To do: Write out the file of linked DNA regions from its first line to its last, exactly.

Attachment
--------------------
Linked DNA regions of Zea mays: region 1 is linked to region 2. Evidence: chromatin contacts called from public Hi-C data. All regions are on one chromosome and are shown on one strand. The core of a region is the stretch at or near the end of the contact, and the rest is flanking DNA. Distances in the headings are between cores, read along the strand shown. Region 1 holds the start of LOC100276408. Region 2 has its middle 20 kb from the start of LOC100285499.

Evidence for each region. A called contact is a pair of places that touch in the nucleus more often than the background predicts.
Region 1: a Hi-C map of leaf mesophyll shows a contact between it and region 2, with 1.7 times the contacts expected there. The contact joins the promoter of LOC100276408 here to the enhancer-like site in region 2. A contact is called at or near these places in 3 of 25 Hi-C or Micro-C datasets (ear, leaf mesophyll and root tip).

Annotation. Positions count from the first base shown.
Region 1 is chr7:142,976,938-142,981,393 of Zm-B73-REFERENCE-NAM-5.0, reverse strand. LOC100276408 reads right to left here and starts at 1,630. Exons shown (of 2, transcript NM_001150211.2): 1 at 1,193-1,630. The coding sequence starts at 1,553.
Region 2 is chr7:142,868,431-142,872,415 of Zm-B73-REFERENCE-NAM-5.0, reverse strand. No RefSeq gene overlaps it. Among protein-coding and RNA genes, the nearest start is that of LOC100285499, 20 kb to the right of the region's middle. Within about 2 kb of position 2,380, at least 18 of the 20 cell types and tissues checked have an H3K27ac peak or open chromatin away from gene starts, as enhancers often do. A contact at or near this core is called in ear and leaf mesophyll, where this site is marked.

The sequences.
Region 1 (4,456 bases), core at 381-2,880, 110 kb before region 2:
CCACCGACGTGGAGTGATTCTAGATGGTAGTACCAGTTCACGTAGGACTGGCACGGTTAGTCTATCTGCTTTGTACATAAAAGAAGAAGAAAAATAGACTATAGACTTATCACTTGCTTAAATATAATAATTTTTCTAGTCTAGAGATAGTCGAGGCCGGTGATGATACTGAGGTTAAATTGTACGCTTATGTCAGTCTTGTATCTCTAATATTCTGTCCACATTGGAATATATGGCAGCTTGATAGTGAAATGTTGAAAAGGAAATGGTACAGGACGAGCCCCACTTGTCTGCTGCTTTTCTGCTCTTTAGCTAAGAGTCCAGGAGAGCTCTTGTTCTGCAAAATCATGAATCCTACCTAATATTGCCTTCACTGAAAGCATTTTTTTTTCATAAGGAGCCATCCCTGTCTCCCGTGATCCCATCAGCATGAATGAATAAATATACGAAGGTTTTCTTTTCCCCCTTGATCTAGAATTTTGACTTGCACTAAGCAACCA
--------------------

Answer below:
Linked DNA regions of Zea mays: region 1 is linked to region 2. Evidence: chromatin contacts called from public Hi-C data. All regions are on one chromosome and are shown on one strand. The core of a region is the stretch at or near the end of the contact, and the rest is flanking DNA. Distances in the headings are between cores, read along the strand shown. Region 1 holds the start of LOC100276408. Region 2 has its middle 20 kb from the start of LOC100285499.

Evidence for each region. A called contact is a pair of places that touch in the nucleus more often than the background predicts.
Region 1: a Hi-C map of leaf mesophyll shows a contact between it and region 2, with 1.7 times the contacts expected there. The contact joins the promoter of LOC100276408 here to the enhancer-like site in region 2. A contact is called at or near these places in 3 of 25 Hi-C or Micro-C datasets (ear, leaf mesophyll and root tip).

Annotation. Positions count from the first base shown.
Region 1 is chr7:142,976,938-142,981,393 of Zm-B73-REFERENCE-NAM-5.0, reverse strand. LOC100276408 reads right to left here and starts at 1,630. Exons shown (of 2, transcript NM_001150211.2): 1 at 1,193-1,630. The coding sequence starts at 1,553.
Region 2 is chr7:142,868,431-142,872,415 of Zm-B73-REFERENCE-NAM-5.0, reverse strand. No RefSeq gene overlaps it. Among protein-coding and RNA genes, the nearest start is that of LOC100285499, 20 kb to the right of the region's middle. Within about 2 kb of position 2,380, at least 18 of the 20 cell types and tissues checked have an H3K27ac peak or open chromatin away from gene starts, as enhancers often do. A contact at or near this core is called in ear and leaf mesophyll, where this site is marked.

The sequences.
Region 1 (4,456 bases), core at 381-2,880, 110 kb before region 2:
CCACCGACGTGGAGTGATTCTAGATGGTAGTACCAGTTCACGTAGGACTGGCACGGTTAGTCTATCTGCTTTGTACATAAAAGAAGAAGAAAAATAGACTATAGACTTATCACTTGCTTAAATATAATAATTTTTCTAGTCTAGAGATAGTCGAGGCCGGTGATGATACTGAGGTTAAATTGTACGCTTATGTCAGTCTTGTATCTCTAATATTCTGTCCACATTGGAATATATGGCAGCTTGATAGTGAAATGTTGAAAAGGAAATGGTACAGGACGAGCCCCACTTGTCTGCTGCTTTTCTGCTCTTTAGCTAAGAGTCCAGGAGAGCTCTTGTTCTGCAAAATCATGAATCCTACCTAATATTGCCTTCACTGAAAGCATTTTTTTTTCATAAGGAGCCATCCCTGTCTCCCGTGATCCCATCAGCATGAATGAATAAATATACGAAGGTTTTCTTTTCCCCCTTGATCTAGAATTTTGACTTGCACTAAGCAACCA